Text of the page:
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Saturday, 20 August 2011

Hen Stent in a Tent

y berwyn
Alert readers will remember that just after posting the stuff about the folkworks, I went to Wales.
Now I’m back and this is what happened:
I used the Primavera 3 tent that was sent to be by Millets for review and which I broke in Scotland whilst showing off to some DofE kids how to put up a tent in a hurricane. Anyway, I mended the over-pronated pole with some sticky-tape stuff and took it to Wales. I also took the little Karrimor tent as well, just in case……
hen stent tent
I stayed at Hen Stent, strictly, Coed Hen Stent, which is an old Welsh medical term for an old wooden heart spring thingy. My stent is nearly five years old now, but, not made of wood. (I almost played an Elvis song here...)
Coed Hen Stent is just outside the small village of Llangynog which has two pubs but no shop. Lets get our priorities right, eh?  All of this is pretty much at the head of Dyffryn Tanat aka the Tanat valley, who’s major town seems to be Oswestry, which is in a different country. 
lake district?

But never mind – it’s very beautiful and looks not unlike the Lake District with lead mines and old slate workings and everything.
My mission was to bag stuff, and I started with a little Marilyn – one Mynydd-y-briw, a right steep little beggar with a chapel at the bottom. Its just about half a mile from the chapel to the summit.
view from cyrniau

Tuesday was a horribly wet morning, so I stayed in bed quite late and eventually dragged myself out for Cyrniau, a hill looming over the campsite in a steep and looming kind of way, and occupied by a nervous herd of sucklers who ran away, followed me and ran away again. I followed this up by a Fford Gefn, where a gang of fencers were fencing in the top. They’d left a gap for me to bag the summit which is a fifteen –foot high sitka spruce in the midst of lots of closely packed sitka spruce. On the up side, I got my hair combed. A path returning to Llangynog proved to be a jungle of high bracken and fallen trees. I cheered myself up from this with some of my Sainsbury’s whisky. In fact I was a lot happier for quite a long time.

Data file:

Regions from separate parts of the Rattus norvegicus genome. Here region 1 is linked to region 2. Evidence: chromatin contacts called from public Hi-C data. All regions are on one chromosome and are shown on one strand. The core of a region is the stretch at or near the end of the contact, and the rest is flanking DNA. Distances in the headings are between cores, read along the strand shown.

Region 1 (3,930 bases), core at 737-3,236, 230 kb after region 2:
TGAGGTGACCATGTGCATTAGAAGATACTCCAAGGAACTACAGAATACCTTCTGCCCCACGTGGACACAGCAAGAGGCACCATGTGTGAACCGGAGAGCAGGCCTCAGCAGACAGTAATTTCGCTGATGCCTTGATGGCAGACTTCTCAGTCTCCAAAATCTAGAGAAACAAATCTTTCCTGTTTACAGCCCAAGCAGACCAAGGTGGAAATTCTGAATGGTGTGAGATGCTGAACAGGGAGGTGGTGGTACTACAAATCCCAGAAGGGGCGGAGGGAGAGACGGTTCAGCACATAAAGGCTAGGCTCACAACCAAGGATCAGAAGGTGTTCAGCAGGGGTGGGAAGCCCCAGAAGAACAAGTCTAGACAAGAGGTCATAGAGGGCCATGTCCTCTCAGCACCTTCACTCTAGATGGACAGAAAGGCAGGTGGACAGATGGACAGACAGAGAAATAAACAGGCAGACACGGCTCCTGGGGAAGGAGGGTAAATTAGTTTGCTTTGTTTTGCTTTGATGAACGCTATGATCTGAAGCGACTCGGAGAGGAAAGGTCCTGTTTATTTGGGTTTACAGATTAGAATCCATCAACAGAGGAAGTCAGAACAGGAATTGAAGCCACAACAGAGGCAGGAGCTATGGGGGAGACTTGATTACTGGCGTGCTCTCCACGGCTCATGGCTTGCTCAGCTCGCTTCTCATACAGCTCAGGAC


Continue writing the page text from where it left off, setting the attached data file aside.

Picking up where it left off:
snowdonia from foel cwm sian llwyd
Wednesday was the day for Hewitts – Post Gwyn and Foel Cwm Sian Llwyd – all very heathery and a bit sloppy in a friendly Pennine kind of way. On Wednesday, I was sustained a little by the enormous crops of sweet bilberries which I had by the handful.  The best of these hills is, I’m afraid, the views of other places….   Unless you like sloppy slutch and bilberries. It was a very hot and sweaty job with lots of big black flies with red legs. They swarmed around but showed no inclination to bite or sting. One was accidentally transported back to the tent. I let it go. I hope its OK…  A few drams of Sainsbury’s whisky were allowed afterwards by way of a victory celebration.
berwyn
More Hewitts  fell to the knipe ticking pencil on Thursday. A long drive on stupidly narrow roads, happily without any traffic, brought me into Cwm Maen Gwynedd – an outrageously beautiful green dale which ends in the steep black wall of Y Berwyn.